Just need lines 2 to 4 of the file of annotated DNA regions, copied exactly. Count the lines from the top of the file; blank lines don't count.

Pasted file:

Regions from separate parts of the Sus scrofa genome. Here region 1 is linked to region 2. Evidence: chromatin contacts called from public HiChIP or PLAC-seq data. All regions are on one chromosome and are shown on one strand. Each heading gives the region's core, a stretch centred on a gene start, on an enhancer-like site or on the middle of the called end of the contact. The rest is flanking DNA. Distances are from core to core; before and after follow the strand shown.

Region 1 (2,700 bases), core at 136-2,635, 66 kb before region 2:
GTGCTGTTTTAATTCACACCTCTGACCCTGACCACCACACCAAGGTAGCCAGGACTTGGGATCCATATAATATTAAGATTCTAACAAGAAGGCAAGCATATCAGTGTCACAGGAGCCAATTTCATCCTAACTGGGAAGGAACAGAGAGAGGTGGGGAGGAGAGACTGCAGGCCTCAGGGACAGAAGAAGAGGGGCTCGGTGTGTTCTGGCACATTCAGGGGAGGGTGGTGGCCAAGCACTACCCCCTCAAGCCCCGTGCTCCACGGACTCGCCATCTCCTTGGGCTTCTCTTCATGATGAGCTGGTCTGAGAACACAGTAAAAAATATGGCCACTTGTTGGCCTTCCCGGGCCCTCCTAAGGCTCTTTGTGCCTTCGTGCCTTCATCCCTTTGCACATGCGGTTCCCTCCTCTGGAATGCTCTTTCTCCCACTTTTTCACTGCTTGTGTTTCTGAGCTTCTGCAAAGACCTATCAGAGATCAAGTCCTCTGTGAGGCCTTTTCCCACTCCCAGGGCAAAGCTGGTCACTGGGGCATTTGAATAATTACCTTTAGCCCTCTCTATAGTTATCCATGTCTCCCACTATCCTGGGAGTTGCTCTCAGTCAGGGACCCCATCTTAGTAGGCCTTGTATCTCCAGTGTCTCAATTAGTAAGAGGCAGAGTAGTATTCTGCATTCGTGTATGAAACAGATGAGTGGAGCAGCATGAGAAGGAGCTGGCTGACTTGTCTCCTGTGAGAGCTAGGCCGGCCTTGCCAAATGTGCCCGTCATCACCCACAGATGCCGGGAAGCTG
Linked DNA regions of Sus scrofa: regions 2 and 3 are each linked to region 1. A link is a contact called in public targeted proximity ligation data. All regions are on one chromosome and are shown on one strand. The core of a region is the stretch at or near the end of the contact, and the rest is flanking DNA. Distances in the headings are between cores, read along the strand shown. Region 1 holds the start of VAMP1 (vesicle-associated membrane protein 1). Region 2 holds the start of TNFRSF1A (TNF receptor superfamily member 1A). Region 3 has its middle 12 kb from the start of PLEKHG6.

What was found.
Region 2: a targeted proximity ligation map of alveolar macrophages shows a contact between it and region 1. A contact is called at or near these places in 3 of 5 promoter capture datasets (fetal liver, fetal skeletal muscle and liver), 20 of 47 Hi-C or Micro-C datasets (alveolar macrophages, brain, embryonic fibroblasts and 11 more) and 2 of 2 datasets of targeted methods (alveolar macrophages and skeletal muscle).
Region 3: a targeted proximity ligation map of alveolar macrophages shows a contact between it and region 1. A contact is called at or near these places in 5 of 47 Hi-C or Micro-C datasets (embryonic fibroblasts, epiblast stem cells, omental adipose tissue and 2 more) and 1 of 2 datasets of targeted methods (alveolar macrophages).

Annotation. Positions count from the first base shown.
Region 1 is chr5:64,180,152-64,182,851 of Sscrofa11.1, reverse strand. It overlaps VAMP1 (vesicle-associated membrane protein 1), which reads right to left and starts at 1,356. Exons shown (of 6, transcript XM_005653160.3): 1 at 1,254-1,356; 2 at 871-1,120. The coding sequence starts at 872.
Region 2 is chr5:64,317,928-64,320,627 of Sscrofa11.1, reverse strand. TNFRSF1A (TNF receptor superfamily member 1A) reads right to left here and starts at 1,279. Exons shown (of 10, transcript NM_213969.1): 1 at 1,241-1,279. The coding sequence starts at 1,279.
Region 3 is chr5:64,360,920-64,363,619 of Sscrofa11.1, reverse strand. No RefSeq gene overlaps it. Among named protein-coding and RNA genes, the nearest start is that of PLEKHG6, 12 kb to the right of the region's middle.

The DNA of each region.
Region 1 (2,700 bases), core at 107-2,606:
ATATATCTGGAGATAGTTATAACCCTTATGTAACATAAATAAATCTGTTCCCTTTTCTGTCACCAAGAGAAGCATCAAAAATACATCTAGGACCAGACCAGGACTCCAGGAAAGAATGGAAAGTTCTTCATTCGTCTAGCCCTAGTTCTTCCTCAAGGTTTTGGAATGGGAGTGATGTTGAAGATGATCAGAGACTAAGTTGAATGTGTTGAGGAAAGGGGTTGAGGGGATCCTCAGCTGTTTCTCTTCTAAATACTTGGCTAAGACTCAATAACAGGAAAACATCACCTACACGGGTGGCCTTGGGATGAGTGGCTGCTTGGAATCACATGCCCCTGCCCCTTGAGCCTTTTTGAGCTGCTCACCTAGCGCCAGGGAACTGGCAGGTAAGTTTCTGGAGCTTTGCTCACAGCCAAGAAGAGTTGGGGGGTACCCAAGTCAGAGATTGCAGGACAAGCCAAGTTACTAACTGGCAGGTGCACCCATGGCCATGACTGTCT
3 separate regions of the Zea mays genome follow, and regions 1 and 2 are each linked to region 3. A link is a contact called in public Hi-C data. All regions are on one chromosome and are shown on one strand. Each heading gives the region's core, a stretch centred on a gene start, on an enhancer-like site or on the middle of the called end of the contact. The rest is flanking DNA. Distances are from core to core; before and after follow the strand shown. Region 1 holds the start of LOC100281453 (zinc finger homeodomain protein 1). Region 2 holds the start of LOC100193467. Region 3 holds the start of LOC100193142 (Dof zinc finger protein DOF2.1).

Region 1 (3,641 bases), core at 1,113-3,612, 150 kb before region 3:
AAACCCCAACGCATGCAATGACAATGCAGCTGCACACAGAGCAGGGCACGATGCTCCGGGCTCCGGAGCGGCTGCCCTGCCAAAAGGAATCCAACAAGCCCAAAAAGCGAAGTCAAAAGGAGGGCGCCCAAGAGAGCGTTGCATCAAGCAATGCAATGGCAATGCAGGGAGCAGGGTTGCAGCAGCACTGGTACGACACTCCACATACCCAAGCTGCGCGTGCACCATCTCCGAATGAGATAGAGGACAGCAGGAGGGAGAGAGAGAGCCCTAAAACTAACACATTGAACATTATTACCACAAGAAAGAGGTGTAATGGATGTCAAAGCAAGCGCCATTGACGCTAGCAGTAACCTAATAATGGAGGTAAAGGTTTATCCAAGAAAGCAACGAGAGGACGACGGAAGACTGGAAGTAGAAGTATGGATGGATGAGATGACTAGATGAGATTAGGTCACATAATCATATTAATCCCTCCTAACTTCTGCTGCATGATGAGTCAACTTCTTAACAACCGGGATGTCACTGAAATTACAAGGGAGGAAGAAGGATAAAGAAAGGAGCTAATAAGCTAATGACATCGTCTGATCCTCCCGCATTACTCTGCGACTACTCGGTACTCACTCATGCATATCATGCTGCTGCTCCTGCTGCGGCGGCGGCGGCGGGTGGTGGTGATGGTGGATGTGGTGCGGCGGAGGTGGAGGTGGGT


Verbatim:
Region 1 (2,700 bases), core at 136-2,635, 66 kb before region 2:
GTGCTGTTTTAATTCACACCTCTGACCCTGACCACCACACCAAGGTAGCCAGGACTTGGGATCCATATAATATTAAGATTCTAACAAGAAGGCAAGCATATCAGTGTCACAGGAGCCAATTTCATCCTAACTGGGAAGGAACAGAGAGAGGTGGGGAGGAGAGACTGCAGGCCTCAGGGACAGAAGAAGAGGGGCTCGGTGTGTTCTGGCACATTCAGGGGAGGGTGGTGGCCAAGCACTACCCCCTCAAGCCCCGTGCTCCACGGACTCGCCATCTCCTTGGGCTTCTCTTCATGATGAGCTGGTCTGAGAACACAGTAAAAAATATGGCCACTTGTTGGCCTTCCCGGGCCCTCCTAAGGCTCTTTGTGCCTTCGTGCCTTCATCCCTTTGCACATGCGGTTCCCTCCTCTGGAATGCTCTTTCTCCCACTTTTTCACTGCTTGTGTTTCTGAGCTTCTGCAAAGACCTATCAGAGATCAAGTCCTCTGTGAGGCCTTTTCCCACTCCCAGGGCAAAGCTGGTCACTGGGGCATTTGAATAATTACCTTTAGCCCTCTCTATAGTTATCCATGTCTCCCACTATCCTGGGAGTTGCTCTCAGTCAGGGACCCCATCTTAGTAGGCCTTGTATCTCCAGTGTCTCAATTAGTAAGAGGCAGAGTAGTATTCTGCATTCGTGTATGAAACAGATGAGTGGAGCAGCATGAGAAGGAGCTGGCTGACTTGTCTCCTGTGAGAGCTAGGCCGGCCTTGCCAAATGTGCCCGTCATCACCCACAGATGCCGGGAAGCTG
Linked DNA regions of Sus scrofa: regions 2 and 3 are each linked to region 1. A link is a contact called in public targeted proximity ligation data. All regions are on one chromosome and are shown on one strand. The core of a region is the stretch at or near the end of the contact, and the rest is flanking DNA. Distances in the headings are between cores, read along the strand shown. Region 1 holds the start of VAMP1 (vesicle-associated membrane protein 1). Region 2 holds the start of TNFRSF1A (TNF receptor superfamily member 1A). Region 3 has its middle 12 kb from the start of PLEKHG6.